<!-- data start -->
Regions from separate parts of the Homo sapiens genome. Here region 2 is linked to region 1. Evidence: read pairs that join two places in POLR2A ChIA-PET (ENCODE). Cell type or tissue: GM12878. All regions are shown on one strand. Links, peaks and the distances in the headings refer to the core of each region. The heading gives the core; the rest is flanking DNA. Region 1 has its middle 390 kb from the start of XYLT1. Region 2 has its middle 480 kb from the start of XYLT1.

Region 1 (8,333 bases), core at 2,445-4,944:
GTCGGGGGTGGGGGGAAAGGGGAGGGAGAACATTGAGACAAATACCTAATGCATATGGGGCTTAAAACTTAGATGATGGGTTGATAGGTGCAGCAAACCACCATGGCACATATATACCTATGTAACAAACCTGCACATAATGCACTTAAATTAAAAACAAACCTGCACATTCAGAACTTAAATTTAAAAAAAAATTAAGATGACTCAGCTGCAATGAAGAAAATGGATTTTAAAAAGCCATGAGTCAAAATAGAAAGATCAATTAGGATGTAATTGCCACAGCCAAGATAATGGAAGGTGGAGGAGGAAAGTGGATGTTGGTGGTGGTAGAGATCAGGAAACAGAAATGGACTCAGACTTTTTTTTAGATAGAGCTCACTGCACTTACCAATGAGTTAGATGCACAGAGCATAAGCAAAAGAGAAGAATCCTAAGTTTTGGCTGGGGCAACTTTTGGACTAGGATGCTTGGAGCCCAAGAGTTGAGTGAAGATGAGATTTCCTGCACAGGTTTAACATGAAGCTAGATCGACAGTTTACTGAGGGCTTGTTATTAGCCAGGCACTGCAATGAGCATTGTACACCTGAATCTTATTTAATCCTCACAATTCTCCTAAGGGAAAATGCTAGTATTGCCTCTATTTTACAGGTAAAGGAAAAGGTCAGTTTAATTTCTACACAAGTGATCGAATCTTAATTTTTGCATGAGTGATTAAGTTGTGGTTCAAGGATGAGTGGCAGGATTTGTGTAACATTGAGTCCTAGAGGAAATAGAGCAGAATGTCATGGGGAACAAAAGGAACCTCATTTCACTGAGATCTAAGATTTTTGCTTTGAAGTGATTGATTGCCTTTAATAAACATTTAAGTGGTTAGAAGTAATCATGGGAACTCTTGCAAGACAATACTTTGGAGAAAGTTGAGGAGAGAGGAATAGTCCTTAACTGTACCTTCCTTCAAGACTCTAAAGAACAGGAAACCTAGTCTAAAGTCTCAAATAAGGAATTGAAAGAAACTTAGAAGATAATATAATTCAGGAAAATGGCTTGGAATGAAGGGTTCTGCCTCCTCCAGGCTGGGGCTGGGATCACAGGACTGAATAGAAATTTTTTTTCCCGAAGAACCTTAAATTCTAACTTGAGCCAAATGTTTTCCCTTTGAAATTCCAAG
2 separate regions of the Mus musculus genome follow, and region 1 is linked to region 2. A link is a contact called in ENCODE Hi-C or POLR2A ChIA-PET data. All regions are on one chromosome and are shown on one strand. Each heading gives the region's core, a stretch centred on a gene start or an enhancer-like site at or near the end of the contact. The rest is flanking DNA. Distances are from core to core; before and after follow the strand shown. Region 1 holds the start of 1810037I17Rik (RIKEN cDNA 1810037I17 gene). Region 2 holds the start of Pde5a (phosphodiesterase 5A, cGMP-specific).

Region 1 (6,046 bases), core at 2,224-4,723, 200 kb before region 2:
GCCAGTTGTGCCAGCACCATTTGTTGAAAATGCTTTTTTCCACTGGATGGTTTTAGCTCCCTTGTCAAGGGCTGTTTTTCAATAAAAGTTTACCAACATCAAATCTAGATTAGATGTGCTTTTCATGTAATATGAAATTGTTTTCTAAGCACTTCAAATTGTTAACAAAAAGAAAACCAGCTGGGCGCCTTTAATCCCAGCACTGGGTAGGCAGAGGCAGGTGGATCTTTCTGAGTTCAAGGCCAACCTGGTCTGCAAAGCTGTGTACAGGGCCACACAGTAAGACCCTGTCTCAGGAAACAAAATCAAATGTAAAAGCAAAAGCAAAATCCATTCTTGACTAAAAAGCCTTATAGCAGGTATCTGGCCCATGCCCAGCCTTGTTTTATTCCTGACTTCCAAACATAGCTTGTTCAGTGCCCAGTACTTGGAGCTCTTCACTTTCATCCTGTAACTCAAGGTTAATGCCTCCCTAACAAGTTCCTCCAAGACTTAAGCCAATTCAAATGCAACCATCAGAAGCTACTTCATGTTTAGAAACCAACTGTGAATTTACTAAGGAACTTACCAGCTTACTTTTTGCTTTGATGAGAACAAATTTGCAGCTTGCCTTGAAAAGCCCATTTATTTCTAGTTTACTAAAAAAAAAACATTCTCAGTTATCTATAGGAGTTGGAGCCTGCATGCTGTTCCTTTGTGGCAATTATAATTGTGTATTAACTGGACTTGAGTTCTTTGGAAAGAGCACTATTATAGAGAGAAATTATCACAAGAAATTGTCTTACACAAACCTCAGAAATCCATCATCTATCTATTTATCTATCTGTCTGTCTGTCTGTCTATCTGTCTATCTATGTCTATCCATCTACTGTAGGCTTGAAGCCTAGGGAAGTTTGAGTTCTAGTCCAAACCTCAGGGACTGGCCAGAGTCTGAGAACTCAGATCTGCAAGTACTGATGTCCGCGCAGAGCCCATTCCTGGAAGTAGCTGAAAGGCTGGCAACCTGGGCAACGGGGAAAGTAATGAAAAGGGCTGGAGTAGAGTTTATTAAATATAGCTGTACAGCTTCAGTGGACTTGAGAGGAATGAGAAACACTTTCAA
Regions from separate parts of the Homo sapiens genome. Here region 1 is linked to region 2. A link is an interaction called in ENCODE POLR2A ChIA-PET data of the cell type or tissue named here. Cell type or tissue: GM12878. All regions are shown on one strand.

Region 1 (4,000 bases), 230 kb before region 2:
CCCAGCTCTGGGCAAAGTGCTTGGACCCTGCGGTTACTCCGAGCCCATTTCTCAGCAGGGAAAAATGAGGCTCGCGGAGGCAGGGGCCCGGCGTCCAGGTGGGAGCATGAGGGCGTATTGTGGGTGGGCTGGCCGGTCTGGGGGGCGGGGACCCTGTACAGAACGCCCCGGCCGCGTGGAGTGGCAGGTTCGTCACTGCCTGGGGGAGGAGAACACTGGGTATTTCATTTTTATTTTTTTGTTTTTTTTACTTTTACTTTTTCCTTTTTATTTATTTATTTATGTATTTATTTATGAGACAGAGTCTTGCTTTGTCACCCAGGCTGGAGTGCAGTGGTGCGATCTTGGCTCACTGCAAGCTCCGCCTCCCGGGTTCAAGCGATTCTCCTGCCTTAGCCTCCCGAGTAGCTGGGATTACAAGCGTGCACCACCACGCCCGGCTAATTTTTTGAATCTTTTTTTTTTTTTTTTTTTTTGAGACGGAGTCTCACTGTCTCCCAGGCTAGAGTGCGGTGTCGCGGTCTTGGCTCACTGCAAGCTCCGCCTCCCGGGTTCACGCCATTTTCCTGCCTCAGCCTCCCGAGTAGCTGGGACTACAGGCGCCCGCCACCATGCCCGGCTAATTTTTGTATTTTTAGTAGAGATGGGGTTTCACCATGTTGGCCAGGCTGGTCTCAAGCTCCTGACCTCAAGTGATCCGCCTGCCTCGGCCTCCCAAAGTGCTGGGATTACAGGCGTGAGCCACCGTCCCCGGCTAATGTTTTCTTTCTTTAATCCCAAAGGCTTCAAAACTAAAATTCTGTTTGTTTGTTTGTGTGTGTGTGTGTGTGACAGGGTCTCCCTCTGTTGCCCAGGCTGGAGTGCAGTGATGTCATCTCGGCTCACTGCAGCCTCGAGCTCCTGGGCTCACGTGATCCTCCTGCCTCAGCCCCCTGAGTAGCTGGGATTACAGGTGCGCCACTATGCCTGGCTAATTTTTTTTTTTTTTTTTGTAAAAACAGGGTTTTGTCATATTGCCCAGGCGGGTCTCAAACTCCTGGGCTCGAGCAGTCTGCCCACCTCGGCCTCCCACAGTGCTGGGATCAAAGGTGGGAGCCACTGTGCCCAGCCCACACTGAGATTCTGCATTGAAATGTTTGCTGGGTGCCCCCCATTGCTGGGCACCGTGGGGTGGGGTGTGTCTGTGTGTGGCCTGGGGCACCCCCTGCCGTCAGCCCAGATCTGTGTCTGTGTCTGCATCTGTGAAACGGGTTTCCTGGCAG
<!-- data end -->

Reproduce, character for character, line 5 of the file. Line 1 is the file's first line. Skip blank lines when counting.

Region 1 (6,046 bases), core at 2,224-4,723, 200 kb before region 2: